29 March 2018

How the Gender Pay Gap will impact employer brand and internal comms

With the deadline for organisations to publish their ‘Gender Pay Gap’ reports looming, we look at how, with great comms, it can provide an opportunity to strengthen your employer brand.

On the 4th April 2018, every employer with more than 250 employees is legally required to publish their Gender Pay Gap results on their own website and a searchable government database. And it’s going to have a huge impact on internal comms and employer brand. This change stems from legislation passed back in April 2017, but as of March this year less than half of 9,000 affected employers had published their results. This got us thinking; how are companies going to announce their results internally? How will they explain discrepancies to new talent? What impact will this have on diversity? Let’s first cover some frequent questions we’re being asked by clients…

Is the Gender Pay Gap the same as Equal Pay?

While they sound similar – and they both deal with the disparity of pay that women receive in the workplace – they’re not the same thing at all.

  • Equal Pay: men and women doing the same job, in the same company, must receive Equal Pay (Equality Act 2010)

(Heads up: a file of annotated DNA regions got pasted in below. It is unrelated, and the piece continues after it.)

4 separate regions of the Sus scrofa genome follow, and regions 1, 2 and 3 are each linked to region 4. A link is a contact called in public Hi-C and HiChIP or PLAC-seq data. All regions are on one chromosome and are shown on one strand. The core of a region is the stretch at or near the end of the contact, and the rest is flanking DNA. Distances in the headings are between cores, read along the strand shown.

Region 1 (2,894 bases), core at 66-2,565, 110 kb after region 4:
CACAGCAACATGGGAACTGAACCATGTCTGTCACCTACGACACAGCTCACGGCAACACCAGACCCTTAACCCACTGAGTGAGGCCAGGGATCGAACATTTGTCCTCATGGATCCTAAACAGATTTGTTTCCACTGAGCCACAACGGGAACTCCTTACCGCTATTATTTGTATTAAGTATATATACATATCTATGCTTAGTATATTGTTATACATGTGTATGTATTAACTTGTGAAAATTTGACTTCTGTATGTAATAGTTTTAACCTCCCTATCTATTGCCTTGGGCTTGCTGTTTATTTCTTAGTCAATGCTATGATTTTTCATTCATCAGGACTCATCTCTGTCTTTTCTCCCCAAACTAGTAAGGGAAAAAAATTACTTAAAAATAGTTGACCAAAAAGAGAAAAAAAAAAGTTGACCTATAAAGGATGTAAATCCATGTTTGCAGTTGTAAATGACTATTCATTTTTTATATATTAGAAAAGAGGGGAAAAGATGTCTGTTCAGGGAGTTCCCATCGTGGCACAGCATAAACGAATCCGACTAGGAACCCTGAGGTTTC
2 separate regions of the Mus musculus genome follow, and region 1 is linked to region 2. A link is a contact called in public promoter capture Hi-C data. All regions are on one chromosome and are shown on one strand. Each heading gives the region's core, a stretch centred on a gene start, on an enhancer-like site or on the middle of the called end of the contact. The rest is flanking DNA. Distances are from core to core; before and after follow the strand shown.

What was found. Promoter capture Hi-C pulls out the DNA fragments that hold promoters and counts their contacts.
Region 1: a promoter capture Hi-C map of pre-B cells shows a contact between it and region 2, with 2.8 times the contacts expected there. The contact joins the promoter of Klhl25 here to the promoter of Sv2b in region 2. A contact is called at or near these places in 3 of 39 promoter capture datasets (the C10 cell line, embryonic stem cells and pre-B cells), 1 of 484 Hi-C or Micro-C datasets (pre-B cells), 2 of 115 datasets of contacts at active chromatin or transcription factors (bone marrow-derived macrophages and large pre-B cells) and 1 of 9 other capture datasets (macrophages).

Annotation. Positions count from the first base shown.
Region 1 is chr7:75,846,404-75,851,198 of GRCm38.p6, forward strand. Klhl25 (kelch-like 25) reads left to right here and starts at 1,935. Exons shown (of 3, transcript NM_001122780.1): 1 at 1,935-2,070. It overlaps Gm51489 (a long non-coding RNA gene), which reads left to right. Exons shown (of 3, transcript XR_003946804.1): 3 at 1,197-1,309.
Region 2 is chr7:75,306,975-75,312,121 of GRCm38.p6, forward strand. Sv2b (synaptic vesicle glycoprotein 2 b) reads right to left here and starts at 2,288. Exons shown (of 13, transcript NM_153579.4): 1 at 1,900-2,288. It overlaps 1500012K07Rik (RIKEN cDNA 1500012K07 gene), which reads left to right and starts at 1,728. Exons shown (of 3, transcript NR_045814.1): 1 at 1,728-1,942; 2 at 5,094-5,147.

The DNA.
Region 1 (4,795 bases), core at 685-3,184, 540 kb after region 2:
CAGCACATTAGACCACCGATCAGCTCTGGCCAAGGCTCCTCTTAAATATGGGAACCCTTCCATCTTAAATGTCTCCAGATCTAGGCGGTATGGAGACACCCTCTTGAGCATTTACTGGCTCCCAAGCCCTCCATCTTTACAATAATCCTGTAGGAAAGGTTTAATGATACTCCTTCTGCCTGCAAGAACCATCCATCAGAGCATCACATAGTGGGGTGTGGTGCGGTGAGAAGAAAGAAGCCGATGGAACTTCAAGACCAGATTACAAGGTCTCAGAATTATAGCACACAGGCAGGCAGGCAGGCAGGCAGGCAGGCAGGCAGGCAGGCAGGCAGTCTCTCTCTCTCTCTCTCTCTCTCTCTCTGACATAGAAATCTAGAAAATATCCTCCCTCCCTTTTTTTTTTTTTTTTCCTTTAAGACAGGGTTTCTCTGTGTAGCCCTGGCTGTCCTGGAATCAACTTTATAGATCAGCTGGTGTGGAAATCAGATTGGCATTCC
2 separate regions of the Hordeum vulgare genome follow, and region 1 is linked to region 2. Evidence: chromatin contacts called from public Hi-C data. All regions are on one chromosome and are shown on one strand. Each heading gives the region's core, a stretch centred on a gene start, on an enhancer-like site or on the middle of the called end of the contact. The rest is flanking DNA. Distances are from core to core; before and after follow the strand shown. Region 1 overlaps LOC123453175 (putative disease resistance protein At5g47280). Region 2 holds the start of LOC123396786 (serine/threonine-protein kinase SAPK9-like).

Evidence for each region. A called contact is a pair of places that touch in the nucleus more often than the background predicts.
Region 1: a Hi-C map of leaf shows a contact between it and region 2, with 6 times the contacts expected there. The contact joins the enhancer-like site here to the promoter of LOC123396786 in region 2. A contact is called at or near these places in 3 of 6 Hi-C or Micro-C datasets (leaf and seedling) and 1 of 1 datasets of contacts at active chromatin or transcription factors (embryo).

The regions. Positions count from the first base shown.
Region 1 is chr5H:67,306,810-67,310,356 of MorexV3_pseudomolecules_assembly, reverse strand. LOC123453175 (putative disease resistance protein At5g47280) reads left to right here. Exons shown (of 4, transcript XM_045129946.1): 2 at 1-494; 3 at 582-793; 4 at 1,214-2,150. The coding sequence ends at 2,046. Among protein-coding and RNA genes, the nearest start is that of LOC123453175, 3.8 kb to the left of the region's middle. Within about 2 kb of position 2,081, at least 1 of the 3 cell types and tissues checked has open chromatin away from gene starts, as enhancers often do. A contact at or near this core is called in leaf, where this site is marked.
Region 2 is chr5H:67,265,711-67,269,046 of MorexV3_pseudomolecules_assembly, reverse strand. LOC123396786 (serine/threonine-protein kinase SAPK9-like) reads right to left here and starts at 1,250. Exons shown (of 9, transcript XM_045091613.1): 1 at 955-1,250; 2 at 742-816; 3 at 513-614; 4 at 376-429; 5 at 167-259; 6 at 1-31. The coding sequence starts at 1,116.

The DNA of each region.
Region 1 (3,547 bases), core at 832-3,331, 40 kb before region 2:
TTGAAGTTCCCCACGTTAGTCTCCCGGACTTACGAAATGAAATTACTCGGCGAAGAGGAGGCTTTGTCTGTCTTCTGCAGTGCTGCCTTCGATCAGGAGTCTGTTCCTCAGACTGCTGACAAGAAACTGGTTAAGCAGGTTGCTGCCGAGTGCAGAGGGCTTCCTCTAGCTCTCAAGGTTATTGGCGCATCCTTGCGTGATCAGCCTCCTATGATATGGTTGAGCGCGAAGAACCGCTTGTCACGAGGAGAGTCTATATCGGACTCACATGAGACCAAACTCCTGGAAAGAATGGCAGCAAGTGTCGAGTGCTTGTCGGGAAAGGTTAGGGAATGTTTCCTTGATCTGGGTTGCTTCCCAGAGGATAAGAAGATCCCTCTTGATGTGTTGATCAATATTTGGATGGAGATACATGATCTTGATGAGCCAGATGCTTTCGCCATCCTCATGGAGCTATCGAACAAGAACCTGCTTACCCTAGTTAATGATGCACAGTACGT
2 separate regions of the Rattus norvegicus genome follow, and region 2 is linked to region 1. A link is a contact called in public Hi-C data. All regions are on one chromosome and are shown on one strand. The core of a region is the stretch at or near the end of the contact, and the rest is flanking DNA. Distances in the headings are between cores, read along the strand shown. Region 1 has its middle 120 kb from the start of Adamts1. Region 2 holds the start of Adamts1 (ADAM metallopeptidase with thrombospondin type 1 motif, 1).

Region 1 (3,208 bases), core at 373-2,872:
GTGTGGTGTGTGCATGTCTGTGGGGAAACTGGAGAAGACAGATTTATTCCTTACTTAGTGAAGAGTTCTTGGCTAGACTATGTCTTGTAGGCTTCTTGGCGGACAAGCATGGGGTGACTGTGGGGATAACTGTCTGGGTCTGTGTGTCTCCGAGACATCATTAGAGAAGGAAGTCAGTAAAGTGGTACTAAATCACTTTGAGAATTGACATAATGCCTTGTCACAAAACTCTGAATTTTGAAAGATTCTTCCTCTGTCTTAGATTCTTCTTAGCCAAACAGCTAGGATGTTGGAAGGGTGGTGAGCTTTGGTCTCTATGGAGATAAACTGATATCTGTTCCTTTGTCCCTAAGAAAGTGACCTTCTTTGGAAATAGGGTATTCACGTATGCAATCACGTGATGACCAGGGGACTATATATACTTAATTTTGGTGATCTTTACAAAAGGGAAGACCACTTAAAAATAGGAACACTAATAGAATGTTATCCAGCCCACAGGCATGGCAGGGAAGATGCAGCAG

• Gender Pay Gap: the measure of the difference between men’s and women’s average earnings across an organisation (expressed as a percentage of men’s earnings)

In a nutshell, Gender Pay Gap is looking at the company as a whole. Equal Pay is all about making sure women and men doing the same job, in the same company, get paid the same wage.

  • The BBC’s Gender Pay Gap is 10.7%. That means that for every hour women work at the BBC, on average, they earn 10.7% less than their male colleagues
  • TSB’s Gender Pay Gap is 31%. Yep, men in general are getting paid 31% more than women at TSB

But, the numbers aren’t always as black and white as they look. At TSB, 29% of their employees work part-time and 95% of these are women, which will definitely skew results.

What does the Gender Pay Gap mean for your internal communications and employer brand?

With this information in the public domain, it’s so important for internal comms, HR and employer brand teams to take control of the message and paint the whole picture. Think of the press reporting whatever they like, employees repeating misunderstood facts, candidates being put off by ‘not wanting to work for a sexist employer’, and leadership giving inconsistent or inaccurate messages. It’s going to have a direct impact on people working in HR, employer brand, legal, marketing and PR. But we believe it goes way further than that. Ultimately, diversity impacts productivity and the bottom line. Ensuring you can keep attracting a diverse talent base is important for the whole business.

Reporting your company’s Gender Pay Gap – 4 considerations:

  1. Announce internally first